UNFORTUNATE politicians who were randomly picked to have their generous expenses audited found the process “onerous” as well as “stressful”, according to Oireachtas records.
In feedback given to Leinster House on the audits, one Fine Gael TD Brendan Griffin also explained how he had been audited three times in the space of just six years.
Under current arrangements, politicians are paid a public representation allowance of between €12,000 and €20,000 annually separate to the travel expenses they get.
They are obliged to retain receipts and invoices, with 10 per cent of TDs and Senators subject to audit each year and repayment of money if problems are discovered.
Feedback gathered on last year’s audit reveals how some politicians are still struggling with the system six years after it was introduced.
Five members responded, with three of them saying their biggest problem was “the production of documentary evidence for the audit, notably in relation to advertising”.
Another said there were gaps in their understanding of what type of spending was allowed, when compared to the opinion of the auditor.
One TD (or Senator) said they had particular problems in getting receipts and invoices from a service provider, who was not responding to queries.
Of the five who responded, two of them described the process as “onerous” and “stressful/difficult” because of the workload involved in gathering invoices and receipts.
The other three said they found the process straightforward, including Brendan Griffin who by that stage had plenty of experience following his third audit.
The guidelines for TDs and Senators have yet again had to be revised to bring further clarity over what can and cannot be claimed.
The changes were made following the latest audit and include an increase in the amount politicians can claim from their home phone bills.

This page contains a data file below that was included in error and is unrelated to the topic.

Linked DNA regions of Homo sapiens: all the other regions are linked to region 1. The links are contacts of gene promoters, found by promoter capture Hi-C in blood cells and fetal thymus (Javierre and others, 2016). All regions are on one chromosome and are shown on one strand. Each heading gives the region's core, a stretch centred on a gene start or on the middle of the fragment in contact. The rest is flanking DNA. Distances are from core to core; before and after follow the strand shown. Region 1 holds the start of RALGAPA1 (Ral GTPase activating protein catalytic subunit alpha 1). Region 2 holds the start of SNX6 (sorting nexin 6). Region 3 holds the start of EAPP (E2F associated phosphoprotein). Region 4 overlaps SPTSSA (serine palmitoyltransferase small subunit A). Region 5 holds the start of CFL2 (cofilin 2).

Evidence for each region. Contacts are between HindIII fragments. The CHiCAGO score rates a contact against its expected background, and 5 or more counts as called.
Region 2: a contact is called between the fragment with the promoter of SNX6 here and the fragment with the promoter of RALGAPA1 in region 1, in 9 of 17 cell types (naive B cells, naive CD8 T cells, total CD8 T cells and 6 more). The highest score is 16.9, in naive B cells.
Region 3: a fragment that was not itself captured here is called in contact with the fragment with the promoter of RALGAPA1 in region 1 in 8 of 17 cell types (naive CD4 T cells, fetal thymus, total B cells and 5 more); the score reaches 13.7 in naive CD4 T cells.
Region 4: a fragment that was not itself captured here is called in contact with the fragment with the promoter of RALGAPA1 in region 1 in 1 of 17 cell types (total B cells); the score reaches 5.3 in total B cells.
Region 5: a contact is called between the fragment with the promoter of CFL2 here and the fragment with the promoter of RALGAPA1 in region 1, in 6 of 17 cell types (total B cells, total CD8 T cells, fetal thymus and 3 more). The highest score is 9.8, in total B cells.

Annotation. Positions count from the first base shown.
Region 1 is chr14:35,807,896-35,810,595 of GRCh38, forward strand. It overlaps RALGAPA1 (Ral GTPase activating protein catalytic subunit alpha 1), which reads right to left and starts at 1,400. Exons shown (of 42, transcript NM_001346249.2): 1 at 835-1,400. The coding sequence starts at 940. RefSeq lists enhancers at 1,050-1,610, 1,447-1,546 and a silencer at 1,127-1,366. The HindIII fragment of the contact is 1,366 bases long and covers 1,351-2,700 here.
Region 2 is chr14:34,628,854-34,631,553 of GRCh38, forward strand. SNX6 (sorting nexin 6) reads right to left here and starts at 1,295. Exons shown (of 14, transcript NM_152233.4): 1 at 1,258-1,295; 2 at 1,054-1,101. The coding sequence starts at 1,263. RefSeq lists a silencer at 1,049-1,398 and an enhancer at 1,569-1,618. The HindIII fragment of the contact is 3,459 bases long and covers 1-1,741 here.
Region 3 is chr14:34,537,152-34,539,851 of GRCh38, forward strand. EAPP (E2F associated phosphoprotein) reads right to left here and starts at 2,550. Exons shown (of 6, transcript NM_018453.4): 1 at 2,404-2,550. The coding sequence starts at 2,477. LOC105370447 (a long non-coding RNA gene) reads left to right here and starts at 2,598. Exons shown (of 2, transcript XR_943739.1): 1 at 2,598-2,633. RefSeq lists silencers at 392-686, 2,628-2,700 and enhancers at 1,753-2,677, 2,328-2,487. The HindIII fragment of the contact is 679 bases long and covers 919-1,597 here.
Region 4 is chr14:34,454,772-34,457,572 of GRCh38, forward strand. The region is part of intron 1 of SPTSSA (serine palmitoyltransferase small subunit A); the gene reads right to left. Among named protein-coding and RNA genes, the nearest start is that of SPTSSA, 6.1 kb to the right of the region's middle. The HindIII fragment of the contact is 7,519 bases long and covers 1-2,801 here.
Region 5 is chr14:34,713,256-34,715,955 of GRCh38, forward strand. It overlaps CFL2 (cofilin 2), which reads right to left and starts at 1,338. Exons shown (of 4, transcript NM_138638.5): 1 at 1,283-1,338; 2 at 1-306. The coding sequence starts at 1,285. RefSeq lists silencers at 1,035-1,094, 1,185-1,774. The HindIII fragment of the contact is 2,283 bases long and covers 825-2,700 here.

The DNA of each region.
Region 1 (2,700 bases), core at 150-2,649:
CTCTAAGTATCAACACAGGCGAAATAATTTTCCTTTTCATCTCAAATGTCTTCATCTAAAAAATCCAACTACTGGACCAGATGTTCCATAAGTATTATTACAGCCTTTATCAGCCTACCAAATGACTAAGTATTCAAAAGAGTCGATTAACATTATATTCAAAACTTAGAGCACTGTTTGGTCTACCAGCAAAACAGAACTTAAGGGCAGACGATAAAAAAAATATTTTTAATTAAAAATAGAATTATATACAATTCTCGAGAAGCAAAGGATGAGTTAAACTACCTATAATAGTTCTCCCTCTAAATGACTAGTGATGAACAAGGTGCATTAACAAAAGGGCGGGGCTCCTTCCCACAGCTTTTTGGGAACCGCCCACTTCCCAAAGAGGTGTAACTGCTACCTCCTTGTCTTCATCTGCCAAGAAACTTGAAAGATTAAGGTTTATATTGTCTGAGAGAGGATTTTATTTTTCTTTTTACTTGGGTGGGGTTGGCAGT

“Members have requested that the proportion of home telephone bills allowable … is increased from its current level of 10%. It is proposed that the amount be increased to 20%,” a briefing document said.
Also added was clarification that ministers and ministers of state are allowed claim “€100 unvouched expenditure” each month.
This money available for petty cash to all politicians remains available despite repeated claims from the Oireachtas and several ministers that the expenses system is fully vouched.
Other changes allowed an extension on time for payments and that politicians had to provide rental agreements for constituency offices.
The documents also detailed exactly how the system has worked with 10% of members randomly chosen using a “software tool”.
They are then invited to a briefing with Mazars, the accountancy firm responsible for the audit, and given a talk on what to expect.
Staff in the Oireachtas are also made available to “assist in clarifications” with separate seminars and “one to one” meetings also provided for confused TDs and Senators.
It was also confirmed that Mazars would carry out the audit for another year.
A briefing document explained: “The Mazars independent auditor has been involved in the audit process since its inception in 2011. He brings a huge level of knowledge and nuanced understanding of the issues that members encounter.
“He has used this knowledge to ensure that the audit process is as straightforward as possible, but at all times maintaining the requirements of that process. The process is thorough but necessarily so.”
The audit system was introduced in the aftermath of the expenses controversy that led to the resignation of then Ceann Comhairle John O’Donoghue in 2009.
However, it has proven even less transparent than the previous system and attempts to get access to the invoices and receipts provided for audit have been frustrated on the basis they are the “private papers” of politicians.
Under the new rules of expenses, 101 separate audits have taken place over the past six years — with 22 in each of the last three years. For the first three years, just over ten were chosen annually for checking.
Twelve TDs or Senators have been audited on two occasions, while only Brendan Griffin has been unlucky enough to be selected three times.
In a statement, the Oireachtas said that only two of the five members who provided feedback had described the process as difficult.
This was “in the context of the workload associated with the preparation of documentation by a small number of staff,” they said.
“The issue of updated guidelines is not a new concept and they are normally issued post audit … the rationale in updating guidelines as the need arises is to provide clarification for members on what is allowable and thereby minimise potential queries.”